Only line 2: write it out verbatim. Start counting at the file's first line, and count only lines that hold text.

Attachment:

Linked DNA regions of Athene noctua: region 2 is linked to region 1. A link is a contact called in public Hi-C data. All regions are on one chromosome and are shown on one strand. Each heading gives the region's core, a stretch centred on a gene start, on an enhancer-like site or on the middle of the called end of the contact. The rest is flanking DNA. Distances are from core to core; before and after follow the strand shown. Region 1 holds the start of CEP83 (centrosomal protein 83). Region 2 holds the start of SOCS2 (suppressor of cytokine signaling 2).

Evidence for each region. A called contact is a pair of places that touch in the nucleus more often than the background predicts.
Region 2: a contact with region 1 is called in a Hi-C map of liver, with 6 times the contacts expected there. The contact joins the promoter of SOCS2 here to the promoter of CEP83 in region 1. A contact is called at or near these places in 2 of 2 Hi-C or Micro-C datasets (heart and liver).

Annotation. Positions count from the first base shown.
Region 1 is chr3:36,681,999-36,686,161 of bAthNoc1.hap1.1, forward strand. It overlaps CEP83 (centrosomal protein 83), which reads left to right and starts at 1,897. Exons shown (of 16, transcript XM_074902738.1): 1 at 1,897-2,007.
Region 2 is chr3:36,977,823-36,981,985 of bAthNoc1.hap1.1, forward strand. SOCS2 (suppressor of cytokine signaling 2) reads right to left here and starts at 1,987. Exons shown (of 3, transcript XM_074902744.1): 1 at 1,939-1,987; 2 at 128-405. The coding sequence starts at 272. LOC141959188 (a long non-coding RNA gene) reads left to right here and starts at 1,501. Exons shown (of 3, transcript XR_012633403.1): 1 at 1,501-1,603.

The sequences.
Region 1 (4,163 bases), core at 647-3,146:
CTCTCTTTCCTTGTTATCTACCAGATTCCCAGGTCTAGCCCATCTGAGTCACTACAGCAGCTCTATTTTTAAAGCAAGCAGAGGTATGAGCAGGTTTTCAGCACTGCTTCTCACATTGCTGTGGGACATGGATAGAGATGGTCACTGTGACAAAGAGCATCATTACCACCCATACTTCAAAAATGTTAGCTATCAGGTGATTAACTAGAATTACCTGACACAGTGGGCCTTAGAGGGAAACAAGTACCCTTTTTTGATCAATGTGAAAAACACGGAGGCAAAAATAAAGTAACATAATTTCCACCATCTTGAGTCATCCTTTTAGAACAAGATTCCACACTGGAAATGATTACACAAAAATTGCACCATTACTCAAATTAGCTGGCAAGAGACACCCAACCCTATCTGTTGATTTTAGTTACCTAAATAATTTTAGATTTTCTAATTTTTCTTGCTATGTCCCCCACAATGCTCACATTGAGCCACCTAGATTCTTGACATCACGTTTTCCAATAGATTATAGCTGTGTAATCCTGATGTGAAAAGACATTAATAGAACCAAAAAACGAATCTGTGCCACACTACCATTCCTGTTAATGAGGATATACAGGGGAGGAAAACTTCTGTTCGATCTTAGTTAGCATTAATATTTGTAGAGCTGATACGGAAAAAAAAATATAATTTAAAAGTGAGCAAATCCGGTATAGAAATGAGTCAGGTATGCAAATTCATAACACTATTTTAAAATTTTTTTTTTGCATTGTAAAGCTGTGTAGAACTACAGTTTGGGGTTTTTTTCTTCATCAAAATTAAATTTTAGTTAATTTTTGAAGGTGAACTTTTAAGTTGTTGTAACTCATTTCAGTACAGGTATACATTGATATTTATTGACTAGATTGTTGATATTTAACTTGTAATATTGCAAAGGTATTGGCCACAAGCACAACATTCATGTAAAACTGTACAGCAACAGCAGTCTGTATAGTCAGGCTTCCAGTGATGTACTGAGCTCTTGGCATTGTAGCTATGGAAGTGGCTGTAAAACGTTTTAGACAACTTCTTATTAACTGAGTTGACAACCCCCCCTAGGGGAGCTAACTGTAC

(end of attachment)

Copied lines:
Evidence for each region. A called contact is a pair of places that touch in the nucleus more often than the background predicts.